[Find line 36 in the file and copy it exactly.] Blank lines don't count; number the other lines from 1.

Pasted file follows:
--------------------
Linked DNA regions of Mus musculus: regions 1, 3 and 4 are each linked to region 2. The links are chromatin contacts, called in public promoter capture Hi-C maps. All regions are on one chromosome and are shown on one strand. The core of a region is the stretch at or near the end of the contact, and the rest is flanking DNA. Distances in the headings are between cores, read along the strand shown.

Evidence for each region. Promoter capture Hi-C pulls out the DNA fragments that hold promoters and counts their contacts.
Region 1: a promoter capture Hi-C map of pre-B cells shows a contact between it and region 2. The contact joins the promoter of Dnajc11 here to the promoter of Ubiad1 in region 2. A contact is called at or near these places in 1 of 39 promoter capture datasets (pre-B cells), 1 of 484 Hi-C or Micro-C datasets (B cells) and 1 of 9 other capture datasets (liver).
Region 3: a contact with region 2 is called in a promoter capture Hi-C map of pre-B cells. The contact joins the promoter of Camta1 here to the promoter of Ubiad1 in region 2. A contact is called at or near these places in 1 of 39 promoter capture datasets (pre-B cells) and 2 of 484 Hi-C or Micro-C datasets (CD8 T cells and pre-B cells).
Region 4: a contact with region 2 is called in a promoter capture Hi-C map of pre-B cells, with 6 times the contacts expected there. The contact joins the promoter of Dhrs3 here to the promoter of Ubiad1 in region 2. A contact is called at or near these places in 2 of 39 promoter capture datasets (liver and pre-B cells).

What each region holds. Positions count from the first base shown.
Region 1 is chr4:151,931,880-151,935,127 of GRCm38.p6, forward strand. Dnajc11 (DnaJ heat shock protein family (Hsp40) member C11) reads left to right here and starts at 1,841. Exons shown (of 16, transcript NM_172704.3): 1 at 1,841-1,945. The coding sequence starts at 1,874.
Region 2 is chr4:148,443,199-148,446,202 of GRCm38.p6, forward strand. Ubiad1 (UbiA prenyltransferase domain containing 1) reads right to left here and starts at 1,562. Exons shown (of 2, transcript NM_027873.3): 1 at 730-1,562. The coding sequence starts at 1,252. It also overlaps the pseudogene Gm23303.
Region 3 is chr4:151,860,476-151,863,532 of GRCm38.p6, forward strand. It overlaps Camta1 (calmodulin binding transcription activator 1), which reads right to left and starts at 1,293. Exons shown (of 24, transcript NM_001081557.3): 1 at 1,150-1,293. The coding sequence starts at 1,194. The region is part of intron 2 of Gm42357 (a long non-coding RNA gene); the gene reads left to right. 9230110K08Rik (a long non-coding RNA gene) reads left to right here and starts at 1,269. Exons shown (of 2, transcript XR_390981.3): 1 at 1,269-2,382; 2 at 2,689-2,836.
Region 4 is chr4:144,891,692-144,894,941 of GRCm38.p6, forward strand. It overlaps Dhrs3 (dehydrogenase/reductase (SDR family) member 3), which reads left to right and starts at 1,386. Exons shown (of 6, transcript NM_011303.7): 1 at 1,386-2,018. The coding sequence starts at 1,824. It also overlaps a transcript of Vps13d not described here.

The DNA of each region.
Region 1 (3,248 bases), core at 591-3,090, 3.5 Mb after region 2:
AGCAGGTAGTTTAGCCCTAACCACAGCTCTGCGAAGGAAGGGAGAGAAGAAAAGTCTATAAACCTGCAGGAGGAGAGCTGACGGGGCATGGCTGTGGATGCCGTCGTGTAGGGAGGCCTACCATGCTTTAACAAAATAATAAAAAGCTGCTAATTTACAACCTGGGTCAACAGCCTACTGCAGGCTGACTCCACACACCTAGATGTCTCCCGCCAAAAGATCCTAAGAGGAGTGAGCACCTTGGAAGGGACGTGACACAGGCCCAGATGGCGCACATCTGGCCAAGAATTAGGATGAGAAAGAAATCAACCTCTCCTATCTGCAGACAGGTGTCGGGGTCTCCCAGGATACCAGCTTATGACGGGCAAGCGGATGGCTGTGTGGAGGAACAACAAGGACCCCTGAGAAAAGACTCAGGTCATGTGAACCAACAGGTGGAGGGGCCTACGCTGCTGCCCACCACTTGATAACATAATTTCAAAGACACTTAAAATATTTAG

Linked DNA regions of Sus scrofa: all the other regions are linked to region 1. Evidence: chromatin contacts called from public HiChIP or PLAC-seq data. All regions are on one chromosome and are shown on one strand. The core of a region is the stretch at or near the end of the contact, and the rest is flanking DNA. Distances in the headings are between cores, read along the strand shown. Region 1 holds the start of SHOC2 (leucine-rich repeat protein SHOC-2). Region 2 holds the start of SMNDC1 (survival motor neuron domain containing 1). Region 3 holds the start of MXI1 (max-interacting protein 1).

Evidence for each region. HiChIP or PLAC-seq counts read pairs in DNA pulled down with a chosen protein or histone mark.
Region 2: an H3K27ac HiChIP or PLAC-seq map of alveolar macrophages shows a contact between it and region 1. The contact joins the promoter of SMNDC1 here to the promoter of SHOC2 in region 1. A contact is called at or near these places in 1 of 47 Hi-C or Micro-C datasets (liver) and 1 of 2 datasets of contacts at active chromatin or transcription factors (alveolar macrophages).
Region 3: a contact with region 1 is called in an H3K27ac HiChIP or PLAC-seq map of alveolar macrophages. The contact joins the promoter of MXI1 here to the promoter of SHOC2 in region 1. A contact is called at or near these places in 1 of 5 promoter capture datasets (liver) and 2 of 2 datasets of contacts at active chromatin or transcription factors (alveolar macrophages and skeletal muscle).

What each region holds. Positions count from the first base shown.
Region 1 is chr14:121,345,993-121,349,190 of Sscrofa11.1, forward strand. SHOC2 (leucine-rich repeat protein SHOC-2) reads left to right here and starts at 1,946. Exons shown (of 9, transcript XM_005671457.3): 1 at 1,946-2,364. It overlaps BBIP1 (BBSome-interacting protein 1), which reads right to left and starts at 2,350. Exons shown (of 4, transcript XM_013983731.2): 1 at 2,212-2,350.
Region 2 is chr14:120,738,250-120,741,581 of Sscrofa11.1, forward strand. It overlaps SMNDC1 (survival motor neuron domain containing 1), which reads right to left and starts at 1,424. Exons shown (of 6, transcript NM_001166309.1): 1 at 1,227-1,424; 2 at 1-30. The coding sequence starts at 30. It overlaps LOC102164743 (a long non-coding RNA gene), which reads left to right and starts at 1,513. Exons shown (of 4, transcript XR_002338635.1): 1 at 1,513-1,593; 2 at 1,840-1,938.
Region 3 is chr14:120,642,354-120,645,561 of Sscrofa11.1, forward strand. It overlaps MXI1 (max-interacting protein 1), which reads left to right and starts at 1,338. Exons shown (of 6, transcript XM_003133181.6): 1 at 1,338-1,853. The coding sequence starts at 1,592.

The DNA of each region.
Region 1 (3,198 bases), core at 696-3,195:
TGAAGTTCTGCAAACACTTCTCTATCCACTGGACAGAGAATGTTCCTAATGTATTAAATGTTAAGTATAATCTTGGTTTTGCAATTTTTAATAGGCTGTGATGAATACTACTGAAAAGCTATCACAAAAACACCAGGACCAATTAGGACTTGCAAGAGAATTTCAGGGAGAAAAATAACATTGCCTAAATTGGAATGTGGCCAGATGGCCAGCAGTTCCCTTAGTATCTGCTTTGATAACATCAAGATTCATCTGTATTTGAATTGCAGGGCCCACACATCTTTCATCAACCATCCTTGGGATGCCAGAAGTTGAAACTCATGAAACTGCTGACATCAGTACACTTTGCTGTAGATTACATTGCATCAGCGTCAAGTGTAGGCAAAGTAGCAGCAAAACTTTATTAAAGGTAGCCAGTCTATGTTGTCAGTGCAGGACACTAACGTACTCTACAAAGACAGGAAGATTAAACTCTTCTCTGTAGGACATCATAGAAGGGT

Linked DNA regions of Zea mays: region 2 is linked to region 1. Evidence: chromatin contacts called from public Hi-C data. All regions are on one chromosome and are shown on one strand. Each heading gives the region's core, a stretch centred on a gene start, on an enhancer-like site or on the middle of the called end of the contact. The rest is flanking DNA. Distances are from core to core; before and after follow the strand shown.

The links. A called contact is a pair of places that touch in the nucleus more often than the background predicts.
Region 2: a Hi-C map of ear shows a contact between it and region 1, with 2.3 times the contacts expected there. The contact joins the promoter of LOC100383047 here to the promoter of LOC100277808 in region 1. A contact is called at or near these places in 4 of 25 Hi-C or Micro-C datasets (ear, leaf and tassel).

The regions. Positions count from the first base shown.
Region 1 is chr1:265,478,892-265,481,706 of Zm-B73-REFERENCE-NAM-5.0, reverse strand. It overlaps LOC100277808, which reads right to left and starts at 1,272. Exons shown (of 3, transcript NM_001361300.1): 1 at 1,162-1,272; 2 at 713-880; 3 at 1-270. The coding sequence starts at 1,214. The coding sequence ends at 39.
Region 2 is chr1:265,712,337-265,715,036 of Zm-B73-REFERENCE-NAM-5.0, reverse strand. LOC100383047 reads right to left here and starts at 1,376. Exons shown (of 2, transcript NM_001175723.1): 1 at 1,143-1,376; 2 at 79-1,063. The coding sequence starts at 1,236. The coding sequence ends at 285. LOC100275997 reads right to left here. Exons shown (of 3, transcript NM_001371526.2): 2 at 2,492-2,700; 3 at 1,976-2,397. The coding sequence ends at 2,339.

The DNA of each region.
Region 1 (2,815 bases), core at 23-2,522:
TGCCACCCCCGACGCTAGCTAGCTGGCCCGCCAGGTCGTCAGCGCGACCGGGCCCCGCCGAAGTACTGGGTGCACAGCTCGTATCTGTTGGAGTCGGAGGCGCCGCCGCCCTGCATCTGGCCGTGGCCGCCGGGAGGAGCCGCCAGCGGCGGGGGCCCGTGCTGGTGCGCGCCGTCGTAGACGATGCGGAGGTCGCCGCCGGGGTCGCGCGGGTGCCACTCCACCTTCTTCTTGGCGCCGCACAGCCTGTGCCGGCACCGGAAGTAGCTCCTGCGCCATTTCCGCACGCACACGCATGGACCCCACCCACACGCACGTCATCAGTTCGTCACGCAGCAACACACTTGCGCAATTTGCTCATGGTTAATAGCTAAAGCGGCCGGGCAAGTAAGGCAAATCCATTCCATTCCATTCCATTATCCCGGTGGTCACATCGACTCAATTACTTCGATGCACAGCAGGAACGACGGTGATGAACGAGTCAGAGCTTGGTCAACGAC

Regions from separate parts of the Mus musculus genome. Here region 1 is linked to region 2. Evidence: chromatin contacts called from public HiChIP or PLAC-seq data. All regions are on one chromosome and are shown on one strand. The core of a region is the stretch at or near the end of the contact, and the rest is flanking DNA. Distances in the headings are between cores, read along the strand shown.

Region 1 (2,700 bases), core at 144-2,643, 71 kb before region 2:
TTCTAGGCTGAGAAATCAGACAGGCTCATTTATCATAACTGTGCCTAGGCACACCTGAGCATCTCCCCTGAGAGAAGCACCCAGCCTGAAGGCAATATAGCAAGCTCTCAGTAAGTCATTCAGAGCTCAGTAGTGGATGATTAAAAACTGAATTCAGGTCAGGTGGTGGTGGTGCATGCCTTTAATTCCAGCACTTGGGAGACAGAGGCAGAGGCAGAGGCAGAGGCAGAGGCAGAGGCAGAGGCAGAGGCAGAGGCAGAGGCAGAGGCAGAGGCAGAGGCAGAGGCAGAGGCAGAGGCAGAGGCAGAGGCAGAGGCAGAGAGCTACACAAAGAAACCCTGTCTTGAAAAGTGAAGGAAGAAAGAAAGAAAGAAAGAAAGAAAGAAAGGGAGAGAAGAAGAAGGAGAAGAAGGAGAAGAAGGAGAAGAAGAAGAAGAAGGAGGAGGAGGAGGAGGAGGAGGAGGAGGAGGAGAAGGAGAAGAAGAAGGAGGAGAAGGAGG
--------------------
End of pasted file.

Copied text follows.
TTCTAGGCTGAGAAATCAGACAGGCTCATTTATCATAACTGTGCCTAGGCACACCTGAGCATCTCCCCTGAGAGAAGCACCCAGCCTGAAGGCAATATAGCAAGCTCTCAGTAAGTCATTCAGAGCTCAGTAGTGGATGATTAAAAACTGAATTCAGGTCAGGTGGTGGTGGTGCATGCCTTTAATTCCAGCACTTGGGAGACAGAGGCAGAGGCAGAGGCAGAGGCAGAGGCAGAGGCAGAGGCAGAGGCAGAGGCAGAGGCAGAGGCAGAGGCAGAGGCAGAGGCAGAGGCAGAGGCAGAGGCAGAGGCAGAGGCAGAGAGCTACACAAAGAAACCCTGTCTTGAAAAGTGAAGGAAGAAAGAAAGAAAGAAAGAAAGAAAGAAAGGGAGAGAAGAAGAAGGAGAAGAAGGAGAAGAAGGAGAAGAAGAAGAAGAAGGAGGAGGAGGAGGAGGAGGAGGAGGAGGAGGAGAAGGAGAAGAAGAAGGAGGAGAAGGAGG